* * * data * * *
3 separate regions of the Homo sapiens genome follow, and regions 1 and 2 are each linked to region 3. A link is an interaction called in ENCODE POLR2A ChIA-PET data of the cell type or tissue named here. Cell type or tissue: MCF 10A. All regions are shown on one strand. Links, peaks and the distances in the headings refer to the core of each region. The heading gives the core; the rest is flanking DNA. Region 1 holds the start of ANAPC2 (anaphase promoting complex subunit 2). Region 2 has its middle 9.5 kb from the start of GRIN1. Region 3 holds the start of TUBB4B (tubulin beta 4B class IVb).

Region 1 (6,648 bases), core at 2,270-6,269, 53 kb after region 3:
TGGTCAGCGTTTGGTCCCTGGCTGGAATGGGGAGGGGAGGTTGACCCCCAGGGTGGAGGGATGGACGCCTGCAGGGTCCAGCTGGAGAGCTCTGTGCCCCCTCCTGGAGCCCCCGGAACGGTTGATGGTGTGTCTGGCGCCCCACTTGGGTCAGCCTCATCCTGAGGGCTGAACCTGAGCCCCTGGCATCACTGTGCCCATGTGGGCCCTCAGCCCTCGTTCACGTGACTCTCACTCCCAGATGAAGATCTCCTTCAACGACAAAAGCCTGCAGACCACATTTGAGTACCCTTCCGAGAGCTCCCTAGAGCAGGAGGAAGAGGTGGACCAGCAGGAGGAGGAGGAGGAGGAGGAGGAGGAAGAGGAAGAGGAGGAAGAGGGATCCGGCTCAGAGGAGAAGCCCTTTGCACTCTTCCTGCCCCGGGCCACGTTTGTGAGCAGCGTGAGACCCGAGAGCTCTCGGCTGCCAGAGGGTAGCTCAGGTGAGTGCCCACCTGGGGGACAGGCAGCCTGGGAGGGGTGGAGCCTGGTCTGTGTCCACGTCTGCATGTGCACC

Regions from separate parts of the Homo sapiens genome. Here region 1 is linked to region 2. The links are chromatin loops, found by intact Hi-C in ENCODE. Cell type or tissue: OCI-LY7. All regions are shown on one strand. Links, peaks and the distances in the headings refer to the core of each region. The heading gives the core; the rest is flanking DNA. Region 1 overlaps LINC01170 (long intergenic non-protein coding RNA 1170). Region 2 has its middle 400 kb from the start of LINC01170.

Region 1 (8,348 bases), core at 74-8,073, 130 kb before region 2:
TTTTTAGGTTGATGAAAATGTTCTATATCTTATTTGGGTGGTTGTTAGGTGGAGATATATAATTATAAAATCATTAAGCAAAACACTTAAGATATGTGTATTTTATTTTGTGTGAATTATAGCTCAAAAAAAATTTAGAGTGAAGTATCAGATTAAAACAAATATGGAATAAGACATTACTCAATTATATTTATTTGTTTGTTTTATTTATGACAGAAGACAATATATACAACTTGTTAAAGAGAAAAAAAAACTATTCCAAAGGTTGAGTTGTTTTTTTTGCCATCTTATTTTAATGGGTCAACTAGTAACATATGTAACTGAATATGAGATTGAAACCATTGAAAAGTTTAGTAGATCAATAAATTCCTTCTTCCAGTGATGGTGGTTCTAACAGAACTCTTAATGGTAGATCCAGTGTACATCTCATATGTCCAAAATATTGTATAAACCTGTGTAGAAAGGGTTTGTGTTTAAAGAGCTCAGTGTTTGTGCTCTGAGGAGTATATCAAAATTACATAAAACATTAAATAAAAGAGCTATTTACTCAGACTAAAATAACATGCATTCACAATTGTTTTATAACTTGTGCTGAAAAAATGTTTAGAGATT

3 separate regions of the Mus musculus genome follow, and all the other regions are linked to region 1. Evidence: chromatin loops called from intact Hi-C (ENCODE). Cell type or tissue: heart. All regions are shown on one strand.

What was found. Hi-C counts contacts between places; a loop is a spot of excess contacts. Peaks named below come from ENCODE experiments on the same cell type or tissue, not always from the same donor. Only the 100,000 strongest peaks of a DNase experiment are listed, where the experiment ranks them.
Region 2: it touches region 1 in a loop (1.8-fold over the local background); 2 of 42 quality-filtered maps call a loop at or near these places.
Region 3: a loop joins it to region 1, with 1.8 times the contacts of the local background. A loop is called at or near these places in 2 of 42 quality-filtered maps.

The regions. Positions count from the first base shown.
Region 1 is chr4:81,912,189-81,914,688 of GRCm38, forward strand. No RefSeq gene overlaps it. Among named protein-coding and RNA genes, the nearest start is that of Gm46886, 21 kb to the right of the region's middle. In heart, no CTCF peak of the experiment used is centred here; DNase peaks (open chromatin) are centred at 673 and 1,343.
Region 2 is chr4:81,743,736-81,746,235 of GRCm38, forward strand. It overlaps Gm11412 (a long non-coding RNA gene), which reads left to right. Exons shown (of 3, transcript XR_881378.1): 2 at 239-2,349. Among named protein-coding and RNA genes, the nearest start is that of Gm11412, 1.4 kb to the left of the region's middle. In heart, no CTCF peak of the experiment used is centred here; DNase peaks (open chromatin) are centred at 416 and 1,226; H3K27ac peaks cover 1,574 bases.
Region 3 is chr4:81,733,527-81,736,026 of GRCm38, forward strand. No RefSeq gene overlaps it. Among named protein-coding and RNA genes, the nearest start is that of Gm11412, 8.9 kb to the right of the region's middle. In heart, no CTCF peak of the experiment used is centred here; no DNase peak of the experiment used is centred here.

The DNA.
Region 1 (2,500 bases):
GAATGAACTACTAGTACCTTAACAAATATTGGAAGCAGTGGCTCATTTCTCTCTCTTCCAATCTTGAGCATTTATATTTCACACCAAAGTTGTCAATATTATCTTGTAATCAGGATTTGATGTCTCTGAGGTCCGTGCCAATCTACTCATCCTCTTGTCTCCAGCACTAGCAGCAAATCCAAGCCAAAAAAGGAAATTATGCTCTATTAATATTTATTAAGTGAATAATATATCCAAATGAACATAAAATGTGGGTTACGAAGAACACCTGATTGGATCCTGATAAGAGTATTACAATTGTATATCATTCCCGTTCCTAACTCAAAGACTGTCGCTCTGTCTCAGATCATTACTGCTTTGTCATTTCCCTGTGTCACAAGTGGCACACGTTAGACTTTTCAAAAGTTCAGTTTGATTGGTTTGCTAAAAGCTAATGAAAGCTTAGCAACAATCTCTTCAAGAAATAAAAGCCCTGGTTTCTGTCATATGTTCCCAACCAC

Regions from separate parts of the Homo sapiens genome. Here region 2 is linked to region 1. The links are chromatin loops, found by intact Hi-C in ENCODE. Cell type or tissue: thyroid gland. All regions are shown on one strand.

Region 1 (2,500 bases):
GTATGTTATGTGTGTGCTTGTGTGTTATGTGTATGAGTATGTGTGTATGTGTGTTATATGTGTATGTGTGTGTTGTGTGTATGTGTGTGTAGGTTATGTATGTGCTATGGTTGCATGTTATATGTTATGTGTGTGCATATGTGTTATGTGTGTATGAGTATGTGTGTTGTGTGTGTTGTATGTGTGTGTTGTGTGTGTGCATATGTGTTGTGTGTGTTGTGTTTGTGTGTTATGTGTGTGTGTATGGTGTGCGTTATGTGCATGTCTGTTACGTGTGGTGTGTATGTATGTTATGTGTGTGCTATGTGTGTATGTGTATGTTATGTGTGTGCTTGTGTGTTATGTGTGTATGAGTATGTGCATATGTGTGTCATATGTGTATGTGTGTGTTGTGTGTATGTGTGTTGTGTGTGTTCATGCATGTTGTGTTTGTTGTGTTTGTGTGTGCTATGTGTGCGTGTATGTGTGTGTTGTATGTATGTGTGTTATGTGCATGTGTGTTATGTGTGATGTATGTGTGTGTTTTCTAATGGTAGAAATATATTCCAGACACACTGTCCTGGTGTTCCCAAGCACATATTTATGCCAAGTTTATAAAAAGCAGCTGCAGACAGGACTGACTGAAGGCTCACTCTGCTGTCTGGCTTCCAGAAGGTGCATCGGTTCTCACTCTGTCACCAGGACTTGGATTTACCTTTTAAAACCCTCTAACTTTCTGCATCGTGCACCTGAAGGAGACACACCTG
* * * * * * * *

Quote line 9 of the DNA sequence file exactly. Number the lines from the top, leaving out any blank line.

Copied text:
Region 2: it touches region 1 in a loop (1.8-fold over the local background); 2 of 42 quality-filtered maps call a loop at or near these places.